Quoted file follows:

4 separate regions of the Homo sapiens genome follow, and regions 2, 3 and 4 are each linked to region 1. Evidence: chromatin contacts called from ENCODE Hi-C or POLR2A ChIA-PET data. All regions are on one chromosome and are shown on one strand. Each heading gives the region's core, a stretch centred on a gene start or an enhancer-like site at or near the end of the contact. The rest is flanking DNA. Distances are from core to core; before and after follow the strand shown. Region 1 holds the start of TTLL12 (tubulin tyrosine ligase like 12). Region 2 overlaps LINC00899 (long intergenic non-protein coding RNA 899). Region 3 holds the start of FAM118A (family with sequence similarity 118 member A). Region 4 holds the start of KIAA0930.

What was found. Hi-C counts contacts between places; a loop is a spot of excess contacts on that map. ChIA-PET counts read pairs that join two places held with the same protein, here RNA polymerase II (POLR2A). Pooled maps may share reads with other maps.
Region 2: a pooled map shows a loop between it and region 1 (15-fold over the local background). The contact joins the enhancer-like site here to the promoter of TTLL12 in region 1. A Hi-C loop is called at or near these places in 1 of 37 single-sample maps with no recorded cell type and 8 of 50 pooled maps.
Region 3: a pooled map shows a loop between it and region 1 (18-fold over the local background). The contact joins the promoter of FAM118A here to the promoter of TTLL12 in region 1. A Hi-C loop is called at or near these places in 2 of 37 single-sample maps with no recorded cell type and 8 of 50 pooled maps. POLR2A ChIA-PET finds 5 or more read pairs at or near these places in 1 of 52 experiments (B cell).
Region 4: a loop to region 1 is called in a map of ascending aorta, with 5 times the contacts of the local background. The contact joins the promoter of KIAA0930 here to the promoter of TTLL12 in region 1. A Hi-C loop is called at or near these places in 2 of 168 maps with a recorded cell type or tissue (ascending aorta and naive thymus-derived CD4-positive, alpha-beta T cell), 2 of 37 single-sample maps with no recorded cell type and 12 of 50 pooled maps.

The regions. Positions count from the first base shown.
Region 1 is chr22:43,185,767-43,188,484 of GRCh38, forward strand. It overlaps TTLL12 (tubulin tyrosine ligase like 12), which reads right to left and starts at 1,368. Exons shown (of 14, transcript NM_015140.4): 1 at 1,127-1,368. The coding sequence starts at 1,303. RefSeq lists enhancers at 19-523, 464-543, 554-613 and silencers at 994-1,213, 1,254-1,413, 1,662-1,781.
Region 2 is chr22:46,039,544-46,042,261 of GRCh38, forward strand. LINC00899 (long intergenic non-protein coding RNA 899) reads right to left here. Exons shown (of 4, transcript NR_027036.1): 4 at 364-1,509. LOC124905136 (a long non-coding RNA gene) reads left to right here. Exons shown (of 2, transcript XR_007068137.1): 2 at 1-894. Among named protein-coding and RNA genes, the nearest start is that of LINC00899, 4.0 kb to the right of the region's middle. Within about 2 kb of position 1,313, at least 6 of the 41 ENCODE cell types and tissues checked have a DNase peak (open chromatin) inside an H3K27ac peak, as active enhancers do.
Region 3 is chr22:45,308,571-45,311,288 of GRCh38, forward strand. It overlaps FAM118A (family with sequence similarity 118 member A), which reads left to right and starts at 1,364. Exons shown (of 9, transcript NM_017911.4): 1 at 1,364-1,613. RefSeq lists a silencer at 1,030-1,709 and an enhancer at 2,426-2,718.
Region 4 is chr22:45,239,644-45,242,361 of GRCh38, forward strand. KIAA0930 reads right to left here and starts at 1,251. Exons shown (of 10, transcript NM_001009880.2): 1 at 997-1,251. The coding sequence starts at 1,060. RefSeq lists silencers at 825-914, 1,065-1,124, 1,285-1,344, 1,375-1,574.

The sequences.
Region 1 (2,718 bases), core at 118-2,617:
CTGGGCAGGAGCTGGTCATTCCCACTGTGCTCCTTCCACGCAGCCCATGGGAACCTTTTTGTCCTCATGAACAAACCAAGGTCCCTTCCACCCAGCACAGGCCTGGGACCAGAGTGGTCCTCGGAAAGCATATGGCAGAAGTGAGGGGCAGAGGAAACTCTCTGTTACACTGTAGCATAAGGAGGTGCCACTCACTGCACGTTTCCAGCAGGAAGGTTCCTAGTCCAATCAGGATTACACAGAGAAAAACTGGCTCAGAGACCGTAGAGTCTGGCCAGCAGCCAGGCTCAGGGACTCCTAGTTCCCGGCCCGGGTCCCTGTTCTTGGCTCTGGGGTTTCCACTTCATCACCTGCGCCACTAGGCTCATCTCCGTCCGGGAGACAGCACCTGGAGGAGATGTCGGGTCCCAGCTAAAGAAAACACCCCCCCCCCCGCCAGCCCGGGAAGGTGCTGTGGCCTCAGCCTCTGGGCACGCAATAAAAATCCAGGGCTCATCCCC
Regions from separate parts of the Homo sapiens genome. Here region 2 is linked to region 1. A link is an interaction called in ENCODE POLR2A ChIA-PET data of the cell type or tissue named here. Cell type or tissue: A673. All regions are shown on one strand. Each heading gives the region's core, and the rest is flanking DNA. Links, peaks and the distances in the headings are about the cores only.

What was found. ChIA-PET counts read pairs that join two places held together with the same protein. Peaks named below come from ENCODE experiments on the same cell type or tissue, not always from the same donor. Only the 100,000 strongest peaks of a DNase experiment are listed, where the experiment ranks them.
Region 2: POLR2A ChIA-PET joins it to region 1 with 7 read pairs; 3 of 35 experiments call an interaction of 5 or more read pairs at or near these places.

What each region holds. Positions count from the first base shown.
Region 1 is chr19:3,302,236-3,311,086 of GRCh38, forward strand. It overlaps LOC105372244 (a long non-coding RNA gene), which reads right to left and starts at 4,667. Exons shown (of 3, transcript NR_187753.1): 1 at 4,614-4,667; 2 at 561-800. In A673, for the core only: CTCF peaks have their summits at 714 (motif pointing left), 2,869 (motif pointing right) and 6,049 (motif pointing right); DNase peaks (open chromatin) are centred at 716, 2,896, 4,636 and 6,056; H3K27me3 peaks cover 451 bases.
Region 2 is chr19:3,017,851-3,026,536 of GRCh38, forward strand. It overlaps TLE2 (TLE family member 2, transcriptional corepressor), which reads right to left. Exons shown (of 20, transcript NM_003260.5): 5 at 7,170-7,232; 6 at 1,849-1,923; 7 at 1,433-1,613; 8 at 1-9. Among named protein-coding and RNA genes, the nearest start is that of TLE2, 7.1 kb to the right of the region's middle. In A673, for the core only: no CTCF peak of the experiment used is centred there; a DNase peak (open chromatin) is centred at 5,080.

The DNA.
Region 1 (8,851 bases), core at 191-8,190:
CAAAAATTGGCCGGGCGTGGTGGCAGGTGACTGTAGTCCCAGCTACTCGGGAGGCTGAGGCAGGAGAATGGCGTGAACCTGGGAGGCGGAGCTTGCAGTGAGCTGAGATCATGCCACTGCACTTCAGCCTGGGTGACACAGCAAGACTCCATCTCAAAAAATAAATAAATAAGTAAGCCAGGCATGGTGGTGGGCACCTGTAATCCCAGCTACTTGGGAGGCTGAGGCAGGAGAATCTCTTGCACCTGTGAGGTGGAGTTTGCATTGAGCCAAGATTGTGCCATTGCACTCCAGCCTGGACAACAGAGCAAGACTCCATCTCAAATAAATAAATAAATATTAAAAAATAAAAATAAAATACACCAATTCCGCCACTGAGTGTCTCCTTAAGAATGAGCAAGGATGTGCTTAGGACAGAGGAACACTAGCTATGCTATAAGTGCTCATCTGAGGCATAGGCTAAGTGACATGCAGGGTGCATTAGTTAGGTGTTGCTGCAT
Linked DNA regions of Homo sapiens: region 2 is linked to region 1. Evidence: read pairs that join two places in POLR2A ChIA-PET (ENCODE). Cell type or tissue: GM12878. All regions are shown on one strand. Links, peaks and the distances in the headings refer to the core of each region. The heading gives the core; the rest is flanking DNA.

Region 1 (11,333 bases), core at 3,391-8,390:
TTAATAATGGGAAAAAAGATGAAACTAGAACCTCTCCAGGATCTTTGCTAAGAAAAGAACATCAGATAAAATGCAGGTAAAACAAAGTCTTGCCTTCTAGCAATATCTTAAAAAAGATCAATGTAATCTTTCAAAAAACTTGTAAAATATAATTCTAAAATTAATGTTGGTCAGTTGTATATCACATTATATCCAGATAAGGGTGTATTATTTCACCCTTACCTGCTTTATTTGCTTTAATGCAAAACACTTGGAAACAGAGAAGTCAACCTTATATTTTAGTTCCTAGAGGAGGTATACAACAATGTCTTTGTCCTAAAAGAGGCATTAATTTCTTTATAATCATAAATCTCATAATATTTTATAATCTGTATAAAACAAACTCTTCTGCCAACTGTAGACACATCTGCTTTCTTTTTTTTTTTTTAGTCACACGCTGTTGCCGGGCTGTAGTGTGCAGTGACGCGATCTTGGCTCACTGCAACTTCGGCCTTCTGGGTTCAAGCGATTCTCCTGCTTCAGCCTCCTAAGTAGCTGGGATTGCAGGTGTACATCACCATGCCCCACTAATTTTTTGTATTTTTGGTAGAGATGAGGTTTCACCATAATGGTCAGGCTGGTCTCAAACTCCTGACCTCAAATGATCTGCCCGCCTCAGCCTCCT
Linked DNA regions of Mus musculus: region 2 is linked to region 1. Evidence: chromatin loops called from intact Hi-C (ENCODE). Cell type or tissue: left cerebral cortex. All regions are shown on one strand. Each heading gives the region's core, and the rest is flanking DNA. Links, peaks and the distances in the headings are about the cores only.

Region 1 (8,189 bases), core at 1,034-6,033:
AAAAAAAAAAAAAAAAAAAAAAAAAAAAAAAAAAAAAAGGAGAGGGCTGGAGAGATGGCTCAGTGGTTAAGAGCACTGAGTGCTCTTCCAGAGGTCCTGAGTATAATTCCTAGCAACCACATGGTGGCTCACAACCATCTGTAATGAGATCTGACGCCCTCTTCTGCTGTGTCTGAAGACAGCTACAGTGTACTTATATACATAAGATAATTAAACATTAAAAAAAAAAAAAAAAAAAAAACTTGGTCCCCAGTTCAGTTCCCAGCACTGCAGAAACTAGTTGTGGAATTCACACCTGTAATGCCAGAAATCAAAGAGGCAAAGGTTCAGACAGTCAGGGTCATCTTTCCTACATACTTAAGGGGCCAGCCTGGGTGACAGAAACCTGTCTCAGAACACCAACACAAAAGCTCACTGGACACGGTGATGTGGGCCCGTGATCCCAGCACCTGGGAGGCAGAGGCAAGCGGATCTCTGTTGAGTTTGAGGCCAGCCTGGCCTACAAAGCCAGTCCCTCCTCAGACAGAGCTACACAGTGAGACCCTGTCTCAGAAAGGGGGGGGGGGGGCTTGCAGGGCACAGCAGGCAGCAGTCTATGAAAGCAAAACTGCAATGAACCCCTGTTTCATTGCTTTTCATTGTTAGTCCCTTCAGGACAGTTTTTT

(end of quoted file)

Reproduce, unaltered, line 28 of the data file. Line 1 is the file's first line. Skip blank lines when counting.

AAAAAAAAAAAAAAAAAAAAAAAAAAAAAAAAAAAAAAGGAGAGGGCTGGAGAGATGGCTCAGTGGTTAAGAGCACTGAGTGCTCTTCCAGAGGTCCTGAGTATAATTCCTAGCAACCACATGGTGGCTCACAACCATCTGTAATGAGATCTGACGCCCTCTTCTGCTGTGTCTGAAGACAGCTACAGTGTACTTATATACATAAGATAATTAAACATTAAAAAAAAAAAAAAAAAAAAAACTTGGTCCCCAGTTCAGTTCCCAGCACTGCAGAAACTAGTTGTGGAATTCACACCTGTAATGCCAGAAATCAAAGAGGCAAAGGTTCAGACAGTCAGGGTCATCTTTCCTACATACTTAAGGGGCCAGCCTGGGTGACAGAAACCTGTCTCAGAACACCAACACAAAAGCTCACTGGACACGGTGATGTGGGCCCGTGATCCCAGCACCTGGGAGGCAGAGGCAAGCGGATCTCTGTTGAGTTTGAGGCCAGCCTGGCCTACAAAGCCAGTCCCTCCTCAGACAGAGCTACACAGTGAGACCCTGTCTCAGAAAGGGGGGGGGGGGGCTTGCAGGGCACAGCAGGCAGCAGTCTATGAAAGCAAAACTGCAATGAACCCCTGTTTCATTGCTTTTCATTGTTAGTCCCTTCAGGACAGTTTTTT